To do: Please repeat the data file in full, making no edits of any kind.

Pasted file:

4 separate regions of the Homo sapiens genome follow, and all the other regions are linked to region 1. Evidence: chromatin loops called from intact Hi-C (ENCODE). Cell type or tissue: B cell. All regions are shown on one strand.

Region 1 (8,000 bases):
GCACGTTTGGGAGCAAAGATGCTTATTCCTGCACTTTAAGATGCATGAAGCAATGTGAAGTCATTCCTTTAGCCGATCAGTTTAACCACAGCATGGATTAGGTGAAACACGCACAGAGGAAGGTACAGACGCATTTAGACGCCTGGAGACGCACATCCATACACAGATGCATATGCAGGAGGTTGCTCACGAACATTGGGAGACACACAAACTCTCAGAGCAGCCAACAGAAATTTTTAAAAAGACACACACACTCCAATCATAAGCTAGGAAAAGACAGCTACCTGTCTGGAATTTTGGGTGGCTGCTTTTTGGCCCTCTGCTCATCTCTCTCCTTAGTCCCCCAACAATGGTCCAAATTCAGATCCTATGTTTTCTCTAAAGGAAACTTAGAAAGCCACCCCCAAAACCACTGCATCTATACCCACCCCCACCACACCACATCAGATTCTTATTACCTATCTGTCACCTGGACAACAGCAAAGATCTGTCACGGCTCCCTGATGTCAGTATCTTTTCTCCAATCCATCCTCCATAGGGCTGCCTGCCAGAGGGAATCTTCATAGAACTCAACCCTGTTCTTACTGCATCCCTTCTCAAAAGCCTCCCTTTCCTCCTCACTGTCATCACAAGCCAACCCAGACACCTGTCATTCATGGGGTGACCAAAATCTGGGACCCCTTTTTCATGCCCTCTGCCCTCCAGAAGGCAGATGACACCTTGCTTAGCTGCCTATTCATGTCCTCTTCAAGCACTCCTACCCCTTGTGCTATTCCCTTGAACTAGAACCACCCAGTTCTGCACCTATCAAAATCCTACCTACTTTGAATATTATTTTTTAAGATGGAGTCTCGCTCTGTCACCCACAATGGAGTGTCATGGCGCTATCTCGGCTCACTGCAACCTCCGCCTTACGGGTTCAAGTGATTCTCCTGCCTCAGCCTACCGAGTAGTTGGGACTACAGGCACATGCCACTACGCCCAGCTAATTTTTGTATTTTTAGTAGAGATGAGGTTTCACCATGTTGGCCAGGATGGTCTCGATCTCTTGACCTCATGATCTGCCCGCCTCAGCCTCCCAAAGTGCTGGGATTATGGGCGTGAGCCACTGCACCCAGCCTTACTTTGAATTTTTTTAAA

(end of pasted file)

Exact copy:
4 separate regions of the Homo sapiens genome follow, and all the other regions are linked to region 1. Evidence: chromatin loops called from intact Hi-C (ENCODE). Cell type or tissue: B cell. All regions are shown on one strand.

Region 1 (8,000 bases):
GCACGTTTGGGAGCAAAGATGCTTATTCCTGCACTTTAAGATGCATGAAGCAATGTGAAGTCATTCCTTTAGCCGATCAGTTTAACCACAGCATGGATTAGGTGAAACACGCACAGAGGAAGGTACAGACGCATTTAGACGCCTGGAGACGCACATCCATACACAGATGCATATGCAGGAGGTTGCTCACGAACATTGGGAGACACACAAACTCTCAGAGCAGCCAACAGAAATTTTTAAAAAGACACACACACTCCAATCATAAGCTAGGAAAAGACAGCTACCTGTCTGGAATTTTGGGTGGCTGCTTTTTGGCCCTCTGCTCATCTCTCTCCTTAGTCCCCCAACAATGGTCCAAATTCAGATCCTATGTTTTCTCTAAAGGAAACTTAGAAAGCCACCCCCAAAACCACTGCATCTATACCCACCCCCACCACACCACATCAGATTCTTATTACCTATCTGTCACCTGGACAACAGCAAAGATCTGTCACGGCTCCCTGATGTCAGTATCTTTTCTCCAATCCATCCTCCATAGGGCTGCCTGCCAGAGGGAATCTTCATAGAACTCAACCCTGTTCTTACTGCATCCCTTCTCAAAAGCCTCCCTTTCCTCCTCACTGTCATCACAAGCCAACCCAGACACCTGTCATTCATGGGGTGACCAAAATCTGGGACCCCTTTTTCATGCCCTCTGCCCTCCAGAAGGCAGATGACACCTTGCTTAGCTGCCTATTCATGTCCTCTTCAAGCACTCCTACCCCTTGTGCTATTCCCTTGAACTAGAACCACCCAGTTCTGCACCTATCAAAATCCTACCTACTTTGAATATTATTTTTTAAGATGGAGTCTCGCTCTGTCACCCACAATGGAGTGTCATGGCGCTATCTCGGCTCACTGCAACCTCCGCCTTACGGGTTCAAGTGATTCTCCTGCCTCAGCCTACCGAGTAGTTGGGACTACAGGCACATGCCACTACGCCCAGCTAATTTTTGTATTTTTAGTAGAGATGAGGTTTCACCATGTTGGCCAGGATGGTCTCGATCTCTTGACCTCATGATCTGCCCGCCTCAGCCTCCCAAAGTGCTGGGATTATGGGCGTGAGCCACTGCACCCAGCCTTACTTTGAATTTTTTTAAA